Each violin generates a unique sound with a distinct set of acoustic properties. In particular, the Stradivarius violins are said to have a very unique sound. The ultimate goal of this thesis is to aid in recreating the unique sound of the Stradivarius. Though, the field of resea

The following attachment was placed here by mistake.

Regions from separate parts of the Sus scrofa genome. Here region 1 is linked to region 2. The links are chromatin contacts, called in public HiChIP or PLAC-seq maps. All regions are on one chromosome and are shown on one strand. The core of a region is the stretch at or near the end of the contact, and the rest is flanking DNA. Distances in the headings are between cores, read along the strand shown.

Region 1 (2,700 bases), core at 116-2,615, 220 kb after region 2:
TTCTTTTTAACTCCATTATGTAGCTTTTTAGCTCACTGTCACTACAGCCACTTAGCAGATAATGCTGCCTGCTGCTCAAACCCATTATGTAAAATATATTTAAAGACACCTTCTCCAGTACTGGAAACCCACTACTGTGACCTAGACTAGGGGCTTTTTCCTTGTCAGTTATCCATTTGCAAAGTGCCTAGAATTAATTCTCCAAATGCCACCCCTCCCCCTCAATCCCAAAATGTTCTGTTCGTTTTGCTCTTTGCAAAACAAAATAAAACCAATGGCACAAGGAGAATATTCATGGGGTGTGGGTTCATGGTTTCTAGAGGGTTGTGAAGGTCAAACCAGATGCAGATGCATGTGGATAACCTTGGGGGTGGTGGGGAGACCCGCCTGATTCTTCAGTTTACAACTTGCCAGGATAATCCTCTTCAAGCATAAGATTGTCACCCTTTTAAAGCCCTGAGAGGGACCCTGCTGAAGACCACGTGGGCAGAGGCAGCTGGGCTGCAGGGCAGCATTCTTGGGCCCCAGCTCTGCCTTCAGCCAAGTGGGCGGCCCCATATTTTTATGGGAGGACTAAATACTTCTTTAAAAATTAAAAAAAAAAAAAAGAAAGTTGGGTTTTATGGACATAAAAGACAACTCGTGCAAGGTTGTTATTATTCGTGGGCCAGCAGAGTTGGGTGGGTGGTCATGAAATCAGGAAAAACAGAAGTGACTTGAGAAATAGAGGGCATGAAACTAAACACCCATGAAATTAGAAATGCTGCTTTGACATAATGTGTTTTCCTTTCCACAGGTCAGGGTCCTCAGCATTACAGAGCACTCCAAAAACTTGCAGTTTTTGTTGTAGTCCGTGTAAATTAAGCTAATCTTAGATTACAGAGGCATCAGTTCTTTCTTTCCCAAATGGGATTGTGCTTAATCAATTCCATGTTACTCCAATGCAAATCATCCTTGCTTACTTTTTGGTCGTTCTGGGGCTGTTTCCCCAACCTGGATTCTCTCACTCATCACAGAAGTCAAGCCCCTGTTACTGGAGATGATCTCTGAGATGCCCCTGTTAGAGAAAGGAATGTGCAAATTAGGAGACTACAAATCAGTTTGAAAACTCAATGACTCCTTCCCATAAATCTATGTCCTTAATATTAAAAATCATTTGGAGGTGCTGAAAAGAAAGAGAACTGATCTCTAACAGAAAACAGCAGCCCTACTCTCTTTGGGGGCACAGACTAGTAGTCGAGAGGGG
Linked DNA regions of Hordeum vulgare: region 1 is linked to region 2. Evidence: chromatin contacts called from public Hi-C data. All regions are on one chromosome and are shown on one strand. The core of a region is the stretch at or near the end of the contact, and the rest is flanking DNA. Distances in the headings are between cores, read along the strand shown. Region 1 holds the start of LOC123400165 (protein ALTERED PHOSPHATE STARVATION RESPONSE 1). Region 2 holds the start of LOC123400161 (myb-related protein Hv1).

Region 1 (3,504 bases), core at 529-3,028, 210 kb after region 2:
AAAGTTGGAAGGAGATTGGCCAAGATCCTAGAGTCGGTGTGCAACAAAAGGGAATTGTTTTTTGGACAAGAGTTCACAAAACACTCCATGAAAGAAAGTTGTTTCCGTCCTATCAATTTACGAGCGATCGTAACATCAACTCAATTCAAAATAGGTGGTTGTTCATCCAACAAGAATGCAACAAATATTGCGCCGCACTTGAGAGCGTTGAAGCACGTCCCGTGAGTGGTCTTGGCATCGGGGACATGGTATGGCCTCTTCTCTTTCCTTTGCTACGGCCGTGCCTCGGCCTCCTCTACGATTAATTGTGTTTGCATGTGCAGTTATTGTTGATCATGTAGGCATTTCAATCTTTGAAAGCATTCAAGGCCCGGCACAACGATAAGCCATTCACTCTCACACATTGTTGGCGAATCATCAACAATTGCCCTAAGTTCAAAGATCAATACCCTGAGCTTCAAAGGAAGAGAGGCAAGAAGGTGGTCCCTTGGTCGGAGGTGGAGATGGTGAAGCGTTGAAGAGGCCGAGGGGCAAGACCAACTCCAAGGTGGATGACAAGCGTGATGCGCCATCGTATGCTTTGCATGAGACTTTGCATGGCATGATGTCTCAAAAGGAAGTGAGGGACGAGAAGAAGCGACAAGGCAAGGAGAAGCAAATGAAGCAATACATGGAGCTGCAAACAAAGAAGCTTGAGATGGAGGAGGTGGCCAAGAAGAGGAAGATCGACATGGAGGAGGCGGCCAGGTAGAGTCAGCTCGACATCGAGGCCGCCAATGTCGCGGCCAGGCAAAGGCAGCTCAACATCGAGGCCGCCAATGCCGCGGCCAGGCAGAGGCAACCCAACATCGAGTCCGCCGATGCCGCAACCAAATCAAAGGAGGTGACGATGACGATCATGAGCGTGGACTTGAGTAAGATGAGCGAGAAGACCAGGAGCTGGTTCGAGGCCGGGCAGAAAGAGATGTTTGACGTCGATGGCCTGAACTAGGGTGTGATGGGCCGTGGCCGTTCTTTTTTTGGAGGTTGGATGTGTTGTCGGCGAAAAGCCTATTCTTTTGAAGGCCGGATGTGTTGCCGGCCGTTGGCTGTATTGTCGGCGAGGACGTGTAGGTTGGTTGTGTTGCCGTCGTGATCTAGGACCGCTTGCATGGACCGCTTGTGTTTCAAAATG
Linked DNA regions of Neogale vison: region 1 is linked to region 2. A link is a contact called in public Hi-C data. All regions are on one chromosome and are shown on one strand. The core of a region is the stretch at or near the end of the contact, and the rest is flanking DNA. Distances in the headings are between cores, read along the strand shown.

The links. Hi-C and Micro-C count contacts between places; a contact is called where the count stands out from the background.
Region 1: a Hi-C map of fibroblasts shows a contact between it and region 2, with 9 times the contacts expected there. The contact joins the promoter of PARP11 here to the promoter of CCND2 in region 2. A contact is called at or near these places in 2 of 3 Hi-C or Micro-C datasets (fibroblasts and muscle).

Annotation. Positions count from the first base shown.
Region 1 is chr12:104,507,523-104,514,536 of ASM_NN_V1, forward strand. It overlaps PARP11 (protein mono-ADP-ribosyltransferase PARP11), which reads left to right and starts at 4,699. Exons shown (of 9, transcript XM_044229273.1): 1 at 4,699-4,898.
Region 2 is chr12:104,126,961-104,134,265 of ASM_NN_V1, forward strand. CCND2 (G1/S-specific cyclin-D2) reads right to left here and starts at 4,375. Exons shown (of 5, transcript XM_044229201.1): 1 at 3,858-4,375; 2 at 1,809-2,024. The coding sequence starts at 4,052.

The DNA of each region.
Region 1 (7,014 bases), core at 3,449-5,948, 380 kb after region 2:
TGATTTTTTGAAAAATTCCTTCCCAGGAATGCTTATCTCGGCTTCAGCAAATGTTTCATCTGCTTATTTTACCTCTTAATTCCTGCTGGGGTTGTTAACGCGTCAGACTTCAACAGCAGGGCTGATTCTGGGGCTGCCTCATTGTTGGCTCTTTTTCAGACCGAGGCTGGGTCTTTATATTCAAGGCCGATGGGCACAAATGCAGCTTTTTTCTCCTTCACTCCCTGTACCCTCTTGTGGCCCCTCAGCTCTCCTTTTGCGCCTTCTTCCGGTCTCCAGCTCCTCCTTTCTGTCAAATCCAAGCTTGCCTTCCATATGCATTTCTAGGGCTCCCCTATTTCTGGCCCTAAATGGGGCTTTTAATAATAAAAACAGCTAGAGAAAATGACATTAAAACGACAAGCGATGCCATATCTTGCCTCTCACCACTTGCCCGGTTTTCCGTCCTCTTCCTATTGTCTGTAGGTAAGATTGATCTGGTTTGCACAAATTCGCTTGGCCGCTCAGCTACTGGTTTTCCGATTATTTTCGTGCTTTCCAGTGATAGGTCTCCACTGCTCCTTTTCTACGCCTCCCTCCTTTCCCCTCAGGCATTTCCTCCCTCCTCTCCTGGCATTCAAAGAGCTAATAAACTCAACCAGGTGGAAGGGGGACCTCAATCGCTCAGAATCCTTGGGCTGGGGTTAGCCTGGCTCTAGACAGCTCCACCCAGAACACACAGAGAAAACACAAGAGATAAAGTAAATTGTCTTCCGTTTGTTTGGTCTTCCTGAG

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Each violin generates a unique sound with a distinct set of acoustic properties. In particular, the Stradivarius violins are said to have a very unique sound. The ultimate goal of this thesis is to aid in recreating the unique sound of the Stradivarius. Though, the field of research surrounding the violin and its acoustic properties is very broad and many aspects of this research, such as subtle structural differences between violins, fall beyond the scope of this thesis. Rather, the goal of this thesis is to provide the tools to find the differences between different violins. This thesis is split into two parts. In the first part, a literature review, describing the different parts of the violin, is presented along with an overview of different experiments and finite element models, describing the plate dynamics of the violin. In the second part, a model of the violin is devised, with modelling cycles based on consecutive simplification, and implemented in Python using finite difference equations and the method of lines. This model is made with the goal to provide a framework for creating a realistic model of the violin where differences in timbre between violins can shown. In the literature review, four subjects are addressed. First, an explanation on timbre is given with an illustration of its perception. Additionally the timbre of historical and contemporary violins is compared. Second, the radiated sound of the violin is discussed. In specific, the problem with directivity of radiation is brought to attention. Third, an overview of the bridge is given with a strong emphasis on the influence of the bridge admittance on the radiated sound. Last, the corpus is dissected into different parts which are investigated with optical sensors and modelled with the software packages Comsol and Abaqus. The model in the second part of the thesis is based on principle of consecutive simplification. To set the groundwork for further iterations of the model, the most important assumptions are kept track off. The method of lines is then used to simulate the vibrations of a wooden square plate using the flexural wave equation as the governing equation of motion. In this simulation, the forward Euler method is used for the numerical time integration. The steady state solutions of the numerical model are coherent with the analytical solutions to the flexural wave equation. However, the time dependent results diverge from the results shown in the literature study. This is either due numerical time integration method being unstable or due to the physical properties of the wood not being translated by the stiffness matrix in the model.